It’s far too early to say whether gene therapy can treat Duchenne muscular dystrophy, a deadly genetic disease. But the first clinical data have arrived, with Sarepta Therapeutics today reporting encouraging preliminary results from three patients.
Sarepta (NASDAQ: SRPT), of Cambridge, MA, is conducting an early-stage study of its experimental treatment known as AAVrh74.MHCK7.micro-Dystrophin. The first trickle of data should be viewed with several caveats, not least of which is that they do not indicate whether the therapy can help stave off the decline of muscle function that characterizes Duchenne. The data only show that the three patients—an extremely small sample size—are producing more of a protein called dystrophin, which helps build muscle and is lacking in the disease because of a mutation in the dystrophin gene. The patients are also making less of an enzyme, called creatine kinase (CK), which is an indicator of muscle damage. Yet the study’s lead investigator, a Duchenne and gene therapy expert, is extremely bullish as to what the results portend.
“These are really remarkable results and very consistent. We’re seeing improvement in every parameter so far we can measure,” says Jerry Mendell (pictured), director of the gene therapy center at Nationwide Children’s Hospital in Columbus, Ohio. “We’re very pleased at this point and would hope that this continues.”
In a note to investors Tuesday morning, Leerink analyst Joseph Schwartz said the data “should position Sarepta as the leader in this field.” Sarepta shares surged 44 percent, to over $151 apiece, midday Tuesday.
The patients, each between four and seven years old, were evaluated only three months after they received the gene therapy. The treatment is a single infusion meant to provide long-lasting, if not permanent effects (there are currently no cures for the disease). Sarepta’s gene therapy is amenable to about 70 percent of Duchenne patients with specific types of genetic abnormalities. (Sarepta also has a second, different type of gene therapy in early testing meant for all Duchenne patients.)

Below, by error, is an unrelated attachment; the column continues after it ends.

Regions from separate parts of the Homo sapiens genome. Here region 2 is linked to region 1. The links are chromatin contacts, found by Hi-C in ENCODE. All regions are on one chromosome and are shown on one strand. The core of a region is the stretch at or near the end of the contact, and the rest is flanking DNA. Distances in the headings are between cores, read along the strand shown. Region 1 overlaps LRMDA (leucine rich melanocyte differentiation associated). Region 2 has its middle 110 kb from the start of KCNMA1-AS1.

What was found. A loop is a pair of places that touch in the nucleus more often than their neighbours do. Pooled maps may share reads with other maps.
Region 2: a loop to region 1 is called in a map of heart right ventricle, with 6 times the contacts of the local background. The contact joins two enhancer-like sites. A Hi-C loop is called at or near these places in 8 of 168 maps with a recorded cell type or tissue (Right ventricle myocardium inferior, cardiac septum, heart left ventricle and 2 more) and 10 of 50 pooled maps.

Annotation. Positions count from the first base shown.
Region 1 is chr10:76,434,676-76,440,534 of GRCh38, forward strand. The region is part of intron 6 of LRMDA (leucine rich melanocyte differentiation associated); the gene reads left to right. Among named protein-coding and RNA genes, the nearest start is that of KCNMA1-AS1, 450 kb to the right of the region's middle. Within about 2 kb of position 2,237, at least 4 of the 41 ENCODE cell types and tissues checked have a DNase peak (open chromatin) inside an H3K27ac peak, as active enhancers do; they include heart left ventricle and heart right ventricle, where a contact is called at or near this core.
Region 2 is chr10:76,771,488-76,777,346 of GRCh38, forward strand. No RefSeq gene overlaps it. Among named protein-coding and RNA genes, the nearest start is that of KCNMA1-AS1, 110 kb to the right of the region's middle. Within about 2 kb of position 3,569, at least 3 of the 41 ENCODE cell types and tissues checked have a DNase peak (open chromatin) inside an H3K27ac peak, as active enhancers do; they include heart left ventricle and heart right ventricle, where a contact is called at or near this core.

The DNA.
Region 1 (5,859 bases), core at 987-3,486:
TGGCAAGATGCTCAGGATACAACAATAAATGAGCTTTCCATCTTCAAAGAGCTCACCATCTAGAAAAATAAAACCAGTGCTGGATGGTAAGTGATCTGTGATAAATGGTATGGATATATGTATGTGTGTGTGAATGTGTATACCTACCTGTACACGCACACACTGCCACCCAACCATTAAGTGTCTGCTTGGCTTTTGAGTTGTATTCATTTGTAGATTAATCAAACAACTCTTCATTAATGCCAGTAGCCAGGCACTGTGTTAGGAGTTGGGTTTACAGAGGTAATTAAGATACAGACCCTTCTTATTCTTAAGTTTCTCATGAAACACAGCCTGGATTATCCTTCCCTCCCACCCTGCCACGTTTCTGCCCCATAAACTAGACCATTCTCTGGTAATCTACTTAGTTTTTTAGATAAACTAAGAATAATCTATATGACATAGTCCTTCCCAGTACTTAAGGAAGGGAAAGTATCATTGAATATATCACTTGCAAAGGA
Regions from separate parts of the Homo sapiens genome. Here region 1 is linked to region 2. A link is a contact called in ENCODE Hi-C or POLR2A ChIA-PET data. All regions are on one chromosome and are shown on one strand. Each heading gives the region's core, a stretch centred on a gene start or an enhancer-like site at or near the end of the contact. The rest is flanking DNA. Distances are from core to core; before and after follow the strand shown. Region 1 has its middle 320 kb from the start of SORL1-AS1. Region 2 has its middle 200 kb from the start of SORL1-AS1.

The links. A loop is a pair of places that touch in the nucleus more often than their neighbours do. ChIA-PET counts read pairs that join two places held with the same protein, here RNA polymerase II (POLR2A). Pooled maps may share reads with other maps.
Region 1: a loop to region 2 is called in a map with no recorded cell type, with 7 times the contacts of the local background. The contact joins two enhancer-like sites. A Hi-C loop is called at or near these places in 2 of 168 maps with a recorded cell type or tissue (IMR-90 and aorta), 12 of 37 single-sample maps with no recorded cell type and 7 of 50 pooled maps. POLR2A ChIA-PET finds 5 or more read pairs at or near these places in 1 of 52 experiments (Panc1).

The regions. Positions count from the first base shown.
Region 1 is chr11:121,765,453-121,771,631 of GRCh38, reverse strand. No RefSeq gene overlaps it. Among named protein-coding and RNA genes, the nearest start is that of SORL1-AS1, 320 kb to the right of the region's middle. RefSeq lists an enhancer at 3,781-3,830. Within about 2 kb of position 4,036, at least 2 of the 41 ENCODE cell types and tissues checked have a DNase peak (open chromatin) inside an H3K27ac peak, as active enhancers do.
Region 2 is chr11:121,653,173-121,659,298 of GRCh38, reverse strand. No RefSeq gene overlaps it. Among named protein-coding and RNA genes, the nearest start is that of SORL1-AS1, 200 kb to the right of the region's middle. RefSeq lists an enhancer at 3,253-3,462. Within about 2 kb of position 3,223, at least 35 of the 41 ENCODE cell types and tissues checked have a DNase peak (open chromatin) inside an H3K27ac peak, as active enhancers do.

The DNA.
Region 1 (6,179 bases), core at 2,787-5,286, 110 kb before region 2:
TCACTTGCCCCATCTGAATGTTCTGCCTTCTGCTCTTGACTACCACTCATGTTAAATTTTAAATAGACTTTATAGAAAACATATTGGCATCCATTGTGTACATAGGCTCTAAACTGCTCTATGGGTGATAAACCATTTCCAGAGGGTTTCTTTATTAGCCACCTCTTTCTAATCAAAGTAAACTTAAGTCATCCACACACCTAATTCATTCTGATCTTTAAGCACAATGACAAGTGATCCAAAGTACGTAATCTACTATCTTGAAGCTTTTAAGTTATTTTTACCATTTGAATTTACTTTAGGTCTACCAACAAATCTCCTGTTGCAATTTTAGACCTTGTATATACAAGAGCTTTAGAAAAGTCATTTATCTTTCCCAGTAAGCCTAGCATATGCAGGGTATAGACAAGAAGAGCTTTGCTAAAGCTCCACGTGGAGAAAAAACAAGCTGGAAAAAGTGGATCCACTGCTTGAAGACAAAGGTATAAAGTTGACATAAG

Sarepta is reporting today that, based on two different diagnostic tests, its gene therapy is helping these three patients produce an average of either 38.2 percent or 53.7 percent of normal levels of what’s known as “micro dystrophin” after two months. Micro dystrophin is a smaller version of the dystrophin gene that is easier to deliver into patients’ cells. Sarepta is one of at least three companies—along with Solid Biosciences (NASDAQ: SLDB) and Pfizer (NYSE: PFE)—using gene therapy to deliver the micro dystrophin gene into patients’ bodies. To put that in perspective, in animal tests, that level of micro dystrophin expression is “correlated not with arresting decline but actually with improved function,” says Sarepta CEO Doug Ingram. (The approved therapies for Duchenne only slow its progression.)
Sarepta also reported that patients’ 90-day muscle biopsies showed … Next Page »